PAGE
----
* There are many parts to the average point and shoot digital camera, the basics are as follows: * 1) The lens. Just like a film SLR camera, this focuses the light coming into the camera onto the device that will capture the image. * 2) The CCD or CMOS sensor. This is part takes the light that enters the lens and translates it into a digital signal. The size of the CCD or CMOS varies, from 25mm2 up to 1977mm2 and can contain anywhere from less than 1 million pixels (1MP) to 24 million pixels (24MP) and up. Each pixel is a ‘dot’ in the image, the more megapixels the more dots that comprise the image. This is not a measure of quality, it is only a measure of size. *

* 3) The PCB. There can be one or more Printed Circuit Boards inside the camera. These process the information and are the ‘brains’ of the camera. Think of it like the motherboard inside your computer, just much smaller. * 4) The memory. This may take the form of built in memory which is soldered to the PCB (non-upgradeable), or it can be removeable memory cards that can be changed at any time. * 5) The LCD screen. Most digital cameras now being produced have at least a small LCD screen which allows you to view photos as they are being taken or play them back after they have been taken. The LCD screen is lit by a ‘backlight’ which shines through the screen allowing the image being displayed to be seen. Without the backlight, the LCD is dark and unviewable. * 6) The flash. Most, if not all digital cameras have a built in flash. The flash provides a great deal of light from a very small source and allows the camera to take pictures without blurring the image in dark situations without a tripod. * 7) The body. The outer casing of the camera holds all the inner components together and allows the user to easily use the camera without damaging it.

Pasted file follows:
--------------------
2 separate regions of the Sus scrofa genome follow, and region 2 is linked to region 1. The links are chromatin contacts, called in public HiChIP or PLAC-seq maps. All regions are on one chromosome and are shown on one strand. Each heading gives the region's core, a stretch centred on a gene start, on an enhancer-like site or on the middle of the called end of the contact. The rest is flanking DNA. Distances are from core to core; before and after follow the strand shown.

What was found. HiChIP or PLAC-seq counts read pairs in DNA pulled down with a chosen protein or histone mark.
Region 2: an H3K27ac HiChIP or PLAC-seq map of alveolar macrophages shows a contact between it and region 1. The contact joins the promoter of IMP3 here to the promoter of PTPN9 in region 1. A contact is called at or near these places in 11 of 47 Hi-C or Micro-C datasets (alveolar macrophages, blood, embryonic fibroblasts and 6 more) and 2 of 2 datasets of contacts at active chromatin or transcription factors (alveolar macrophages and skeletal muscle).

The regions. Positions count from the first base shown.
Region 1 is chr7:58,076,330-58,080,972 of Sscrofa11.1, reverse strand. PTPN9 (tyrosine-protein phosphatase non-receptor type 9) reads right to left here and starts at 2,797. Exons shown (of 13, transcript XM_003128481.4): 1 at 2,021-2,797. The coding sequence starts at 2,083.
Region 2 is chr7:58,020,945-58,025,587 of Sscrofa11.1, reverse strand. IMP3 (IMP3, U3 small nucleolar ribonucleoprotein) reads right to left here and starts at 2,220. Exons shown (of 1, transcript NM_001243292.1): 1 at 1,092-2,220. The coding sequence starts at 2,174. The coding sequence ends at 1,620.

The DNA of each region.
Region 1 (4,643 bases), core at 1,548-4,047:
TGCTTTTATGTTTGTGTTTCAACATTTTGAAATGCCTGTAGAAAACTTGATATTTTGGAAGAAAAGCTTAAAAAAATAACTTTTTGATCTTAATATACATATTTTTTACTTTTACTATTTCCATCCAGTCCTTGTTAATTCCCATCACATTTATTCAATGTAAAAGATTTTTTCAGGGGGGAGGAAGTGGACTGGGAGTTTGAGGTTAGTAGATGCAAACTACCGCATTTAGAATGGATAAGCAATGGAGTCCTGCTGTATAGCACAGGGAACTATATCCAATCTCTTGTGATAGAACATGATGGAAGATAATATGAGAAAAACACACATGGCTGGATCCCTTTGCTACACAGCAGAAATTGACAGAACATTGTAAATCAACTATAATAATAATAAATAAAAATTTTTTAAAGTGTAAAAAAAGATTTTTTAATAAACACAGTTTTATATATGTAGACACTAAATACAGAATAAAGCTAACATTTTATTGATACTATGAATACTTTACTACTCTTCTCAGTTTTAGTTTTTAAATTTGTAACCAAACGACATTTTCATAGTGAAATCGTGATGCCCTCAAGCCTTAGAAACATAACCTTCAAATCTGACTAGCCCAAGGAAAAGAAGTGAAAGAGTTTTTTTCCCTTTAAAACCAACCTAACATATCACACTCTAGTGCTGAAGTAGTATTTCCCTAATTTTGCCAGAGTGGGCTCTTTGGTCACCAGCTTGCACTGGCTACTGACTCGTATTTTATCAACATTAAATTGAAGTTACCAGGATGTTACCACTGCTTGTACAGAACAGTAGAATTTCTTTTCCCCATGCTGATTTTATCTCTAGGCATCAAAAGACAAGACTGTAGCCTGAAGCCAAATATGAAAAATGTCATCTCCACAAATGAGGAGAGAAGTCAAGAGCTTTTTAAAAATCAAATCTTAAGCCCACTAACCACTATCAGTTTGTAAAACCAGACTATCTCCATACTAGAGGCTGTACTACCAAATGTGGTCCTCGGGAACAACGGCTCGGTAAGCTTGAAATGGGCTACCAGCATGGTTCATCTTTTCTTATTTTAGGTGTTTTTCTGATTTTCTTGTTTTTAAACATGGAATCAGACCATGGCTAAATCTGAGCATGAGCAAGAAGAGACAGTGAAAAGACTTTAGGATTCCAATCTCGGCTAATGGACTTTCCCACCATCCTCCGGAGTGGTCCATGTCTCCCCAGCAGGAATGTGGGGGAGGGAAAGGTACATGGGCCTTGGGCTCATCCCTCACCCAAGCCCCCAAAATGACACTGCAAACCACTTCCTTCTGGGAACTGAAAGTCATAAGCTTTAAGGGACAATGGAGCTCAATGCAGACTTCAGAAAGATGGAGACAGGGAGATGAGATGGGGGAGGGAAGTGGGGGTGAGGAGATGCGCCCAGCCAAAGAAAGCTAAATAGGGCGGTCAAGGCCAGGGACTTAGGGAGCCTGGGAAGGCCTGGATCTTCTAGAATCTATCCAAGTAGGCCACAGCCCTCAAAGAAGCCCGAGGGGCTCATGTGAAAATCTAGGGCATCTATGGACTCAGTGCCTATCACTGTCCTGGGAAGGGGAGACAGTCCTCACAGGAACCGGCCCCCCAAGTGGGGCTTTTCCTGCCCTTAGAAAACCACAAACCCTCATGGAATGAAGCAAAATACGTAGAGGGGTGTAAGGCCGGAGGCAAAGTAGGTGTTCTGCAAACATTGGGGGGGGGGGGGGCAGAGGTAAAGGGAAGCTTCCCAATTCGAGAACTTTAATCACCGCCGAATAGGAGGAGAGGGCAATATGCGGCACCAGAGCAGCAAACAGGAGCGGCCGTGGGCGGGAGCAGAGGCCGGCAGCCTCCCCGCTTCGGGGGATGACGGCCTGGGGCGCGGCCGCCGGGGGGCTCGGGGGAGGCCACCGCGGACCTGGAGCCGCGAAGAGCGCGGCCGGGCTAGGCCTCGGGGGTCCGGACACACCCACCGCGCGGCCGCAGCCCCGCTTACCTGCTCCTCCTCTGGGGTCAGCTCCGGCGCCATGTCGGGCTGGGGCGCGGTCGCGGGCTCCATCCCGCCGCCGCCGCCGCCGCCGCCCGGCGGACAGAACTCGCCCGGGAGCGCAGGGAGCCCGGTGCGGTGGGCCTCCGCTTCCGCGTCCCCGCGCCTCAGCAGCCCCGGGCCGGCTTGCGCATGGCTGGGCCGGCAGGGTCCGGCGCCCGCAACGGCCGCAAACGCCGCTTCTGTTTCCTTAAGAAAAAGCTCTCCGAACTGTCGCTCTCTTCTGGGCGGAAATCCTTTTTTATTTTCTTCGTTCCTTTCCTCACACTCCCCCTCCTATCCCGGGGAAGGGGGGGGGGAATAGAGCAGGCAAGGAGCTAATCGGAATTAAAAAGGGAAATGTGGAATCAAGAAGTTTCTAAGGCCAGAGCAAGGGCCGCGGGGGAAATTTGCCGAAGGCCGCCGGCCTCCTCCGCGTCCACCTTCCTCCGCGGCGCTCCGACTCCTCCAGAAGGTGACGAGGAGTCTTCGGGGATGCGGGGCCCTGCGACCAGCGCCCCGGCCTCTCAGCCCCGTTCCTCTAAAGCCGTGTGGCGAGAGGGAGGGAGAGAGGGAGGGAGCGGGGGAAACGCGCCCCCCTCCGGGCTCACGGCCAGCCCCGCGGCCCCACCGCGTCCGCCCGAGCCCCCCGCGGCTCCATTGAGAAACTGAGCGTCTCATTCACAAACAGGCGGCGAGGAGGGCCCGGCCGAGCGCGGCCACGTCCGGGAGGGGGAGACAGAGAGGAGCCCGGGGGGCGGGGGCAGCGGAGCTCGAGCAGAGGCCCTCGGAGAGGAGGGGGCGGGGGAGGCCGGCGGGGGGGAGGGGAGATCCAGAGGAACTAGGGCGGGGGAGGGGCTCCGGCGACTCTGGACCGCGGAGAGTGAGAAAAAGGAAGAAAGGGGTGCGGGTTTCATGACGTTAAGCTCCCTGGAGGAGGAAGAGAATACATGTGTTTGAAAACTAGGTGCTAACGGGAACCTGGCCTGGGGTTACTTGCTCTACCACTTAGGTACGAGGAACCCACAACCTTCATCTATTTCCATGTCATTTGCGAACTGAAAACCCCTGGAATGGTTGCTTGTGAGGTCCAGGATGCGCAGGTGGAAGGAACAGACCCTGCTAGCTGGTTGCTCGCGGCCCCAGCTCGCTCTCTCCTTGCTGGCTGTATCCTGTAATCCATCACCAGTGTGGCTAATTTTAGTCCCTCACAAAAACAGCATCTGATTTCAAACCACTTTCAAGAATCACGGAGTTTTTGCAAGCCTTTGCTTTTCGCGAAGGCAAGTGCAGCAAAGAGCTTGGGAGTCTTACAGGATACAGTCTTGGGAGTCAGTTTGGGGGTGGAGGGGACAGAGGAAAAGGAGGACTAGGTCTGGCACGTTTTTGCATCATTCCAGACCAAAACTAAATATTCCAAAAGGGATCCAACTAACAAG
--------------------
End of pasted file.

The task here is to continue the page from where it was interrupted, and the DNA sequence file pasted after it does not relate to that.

Parts of the light Microscope
1. Ocular lens or eyepiece: most are 10x magnification. The scopes used are binocular (two eyepieces). 2. Body tube: contains mirrors and prisms which direct the image to the ocular lenses. 3. Nosepiece: holds the objective lenses, rotates

4. Objective lenses: usually 3-4 on our scopes, 4x, 10x, 43x, 100x oil immersion (red banding). Total magnification = ocular power x objective power. Most of our binocs have fixed position lenses–the stage moves up and down rather then the lens. 5. Stage: Movable platform on which slides are mounted for viewing; all of the scopes have mechanical stages with X,Y vernier scales. Focus knobs move the stage up and down. 6. Condensor: A substage lens which focus the light on the specimen. The binocs have condensors that move up and down to focus the light beam. 7. Iris Diaphragm: the diaphragm is located just below the stage and controls the amount of light which passes to the specimen and can drastically affect the focus of the image. 8. Focusing knobs: outermost is the fine focus and innermost is the coarse focus. On the binocs these knobs control up/down movement of the stage. 9. Light source: The scopes have built in light sources. The rheostat ON/OFF switch is located either on the scope or on the external power supply and is used to regulate light intensity.